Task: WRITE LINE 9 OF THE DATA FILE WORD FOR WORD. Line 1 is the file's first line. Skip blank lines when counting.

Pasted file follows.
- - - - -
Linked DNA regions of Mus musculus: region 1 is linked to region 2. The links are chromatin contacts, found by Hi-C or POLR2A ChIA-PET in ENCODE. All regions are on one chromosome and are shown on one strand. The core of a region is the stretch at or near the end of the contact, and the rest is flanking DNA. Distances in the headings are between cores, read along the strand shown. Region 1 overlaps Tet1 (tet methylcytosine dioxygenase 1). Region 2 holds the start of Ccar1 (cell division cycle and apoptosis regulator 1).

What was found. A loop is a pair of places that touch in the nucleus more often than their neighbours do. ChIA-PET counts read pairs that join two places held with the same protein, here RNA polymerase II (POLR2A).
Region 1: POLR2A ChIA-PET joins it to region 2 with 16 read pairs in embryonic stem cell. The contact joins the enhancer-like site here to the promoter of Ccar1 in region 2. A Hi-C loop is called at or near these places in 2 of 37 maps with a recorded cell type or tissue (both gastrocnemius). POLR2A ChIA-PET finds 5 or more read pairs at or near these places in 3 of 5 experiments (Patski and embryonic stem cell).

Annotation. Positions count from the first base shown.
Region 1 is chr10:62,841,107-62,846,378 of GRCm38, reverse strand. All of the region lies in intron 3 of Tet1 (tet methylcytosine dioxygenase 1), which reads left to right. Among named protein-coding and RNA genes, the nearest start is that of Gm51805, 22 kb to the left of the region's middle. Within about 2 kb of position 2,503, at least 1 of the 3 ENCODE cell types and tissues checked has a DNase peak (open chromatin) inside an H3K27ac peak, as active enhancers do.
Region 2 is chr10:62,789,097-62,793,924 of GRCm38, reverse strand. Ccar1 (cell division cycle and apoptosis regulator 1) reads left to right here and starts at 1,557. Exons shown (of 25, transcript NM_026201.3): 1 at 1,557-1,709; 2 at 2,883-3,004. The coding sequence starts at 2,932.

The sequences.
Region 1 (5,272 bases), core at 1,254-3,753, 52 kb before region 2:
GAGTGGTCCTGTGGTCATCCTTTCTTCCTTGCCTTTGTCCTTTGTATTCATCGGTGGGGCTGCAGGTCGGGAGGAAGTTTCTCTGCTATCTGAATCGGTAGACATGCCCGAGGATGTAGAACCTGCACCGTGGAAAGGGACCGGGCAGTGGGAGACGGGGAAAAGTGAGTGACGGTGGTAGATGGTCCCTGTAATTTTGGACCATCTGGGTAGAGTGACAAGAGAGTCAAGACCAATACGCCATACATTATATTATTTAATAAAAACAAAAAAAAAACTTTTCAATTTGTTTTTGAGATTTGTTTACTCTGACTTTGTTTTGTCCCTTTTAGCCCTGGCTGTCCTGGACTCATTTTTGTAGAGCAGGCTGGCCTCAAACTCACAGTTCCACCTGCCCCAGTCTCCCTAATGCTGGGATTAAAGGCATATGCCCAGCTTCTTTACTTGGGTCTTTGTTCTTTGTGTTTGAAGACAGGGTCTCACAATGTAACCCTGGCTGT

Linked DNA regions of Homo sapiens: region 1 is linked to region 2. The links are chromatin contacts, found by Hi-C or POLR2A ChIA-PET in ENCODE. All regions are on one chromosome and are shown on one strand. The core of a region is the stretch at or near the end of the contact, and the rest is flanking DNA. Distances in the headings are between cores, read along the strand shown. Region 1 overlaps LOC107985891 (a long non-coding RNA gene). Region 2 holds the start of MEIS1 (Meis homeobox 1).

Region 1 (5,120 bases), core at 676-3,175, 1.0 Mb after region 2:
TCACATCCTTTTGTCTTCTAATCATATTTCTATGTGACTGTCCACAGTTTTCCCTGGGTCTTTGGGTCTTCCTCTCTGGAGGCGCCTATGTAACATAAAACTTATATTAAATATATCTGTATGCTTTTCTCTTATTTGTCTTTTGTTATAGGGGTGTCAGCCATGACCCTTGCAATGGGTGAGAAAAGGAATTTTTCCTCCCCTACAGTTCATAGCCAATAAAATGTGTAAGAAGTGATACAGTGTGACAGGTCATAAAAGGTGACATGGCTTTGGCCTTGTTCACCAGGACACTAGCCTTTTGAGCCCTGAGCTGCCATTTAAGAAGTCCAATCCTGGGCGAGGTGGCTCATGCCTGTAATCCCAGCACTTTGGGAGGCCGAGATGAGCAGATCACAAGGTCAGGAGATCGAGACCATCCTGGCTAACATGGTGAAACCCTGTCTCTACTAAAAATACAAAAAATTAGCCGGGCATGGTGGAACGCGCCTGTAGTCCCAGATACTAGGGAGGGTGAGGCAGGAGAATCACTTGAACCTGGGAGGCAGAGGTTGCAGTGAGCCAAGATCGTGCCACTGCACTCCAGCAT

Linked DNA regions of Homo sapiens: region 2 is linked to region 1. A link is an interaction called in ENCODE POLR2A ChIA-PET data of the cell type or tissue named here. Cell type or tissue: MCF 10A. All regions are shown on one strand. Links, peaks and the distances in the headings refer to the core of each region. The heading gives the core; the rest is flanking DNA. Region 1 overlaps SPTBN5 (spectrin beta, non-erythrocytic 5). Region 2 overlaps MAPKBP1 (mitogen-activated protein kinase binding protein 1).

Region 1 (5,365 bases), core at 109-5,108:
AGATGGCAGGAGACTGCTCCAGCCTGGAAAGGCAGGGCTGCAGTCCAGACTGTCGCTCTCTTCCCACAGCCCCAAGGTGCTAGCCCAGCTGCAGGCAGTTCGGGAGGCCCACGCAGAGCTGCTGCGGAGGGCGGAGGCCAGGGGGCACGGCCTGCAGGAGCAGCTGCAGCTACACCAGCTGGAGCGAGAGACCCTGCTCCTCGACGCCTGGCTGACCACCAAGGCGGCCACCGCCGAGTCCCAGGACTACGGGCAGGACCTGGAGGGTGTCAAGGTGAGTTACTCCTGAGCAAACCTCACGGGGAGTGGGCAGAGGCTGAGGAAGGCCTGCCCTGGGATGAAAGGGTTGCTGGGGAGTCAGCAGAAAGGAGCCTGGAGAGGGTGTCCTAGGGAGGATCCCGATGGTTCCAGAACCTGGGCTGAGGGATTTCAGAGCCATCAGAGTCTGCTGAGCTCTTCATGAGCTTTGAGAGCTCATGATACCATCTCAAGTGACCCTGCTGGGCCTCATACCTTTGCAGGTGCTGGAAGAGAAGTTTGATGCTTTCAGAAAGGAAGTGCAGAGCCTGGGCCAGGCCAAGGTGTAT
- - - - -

GAGTGGTCCTGTGGTCATCCTTTCTTCCTTGCCTTTGTCCTTTGTATTCATCGGTGGGGCTGCAGGTCGGGAGGAAGTTTCTCTGCTATCTGAATCGGTAGACATGCCCGAGGATGTAGAACCTGCACCGTGGAAAGGGACCGGGCAGTGGGAGACGGGGAAAAGTGAGTGACGGTGGTAGATGGTCCCTGTAATTTTGGACCATCTGGGTAGAGTGACAAGAGAGTCAAGACCAATACGCCATACATTATATTATTTAATAAAAACAAAAAAAAAACTTTTCAATTTGTTTTTGAGATTTGTTTACTCTGACTTTGTTTTGTCCCTTTTAGCCCTGGCTGTCCTGGACTCATTTTTGTAGAGCAGGCTGGCCTCAAACTCACAGTTCCACCTGCCCCAGTCTCCCTAATGCTGGGATTAAAGGCATATGCCCAGCTTCTTTACTTGGGTCTTTGTTCTTTGTGTTTGAAGACAGGGTCTCACAATGTAACCCTGGCTGT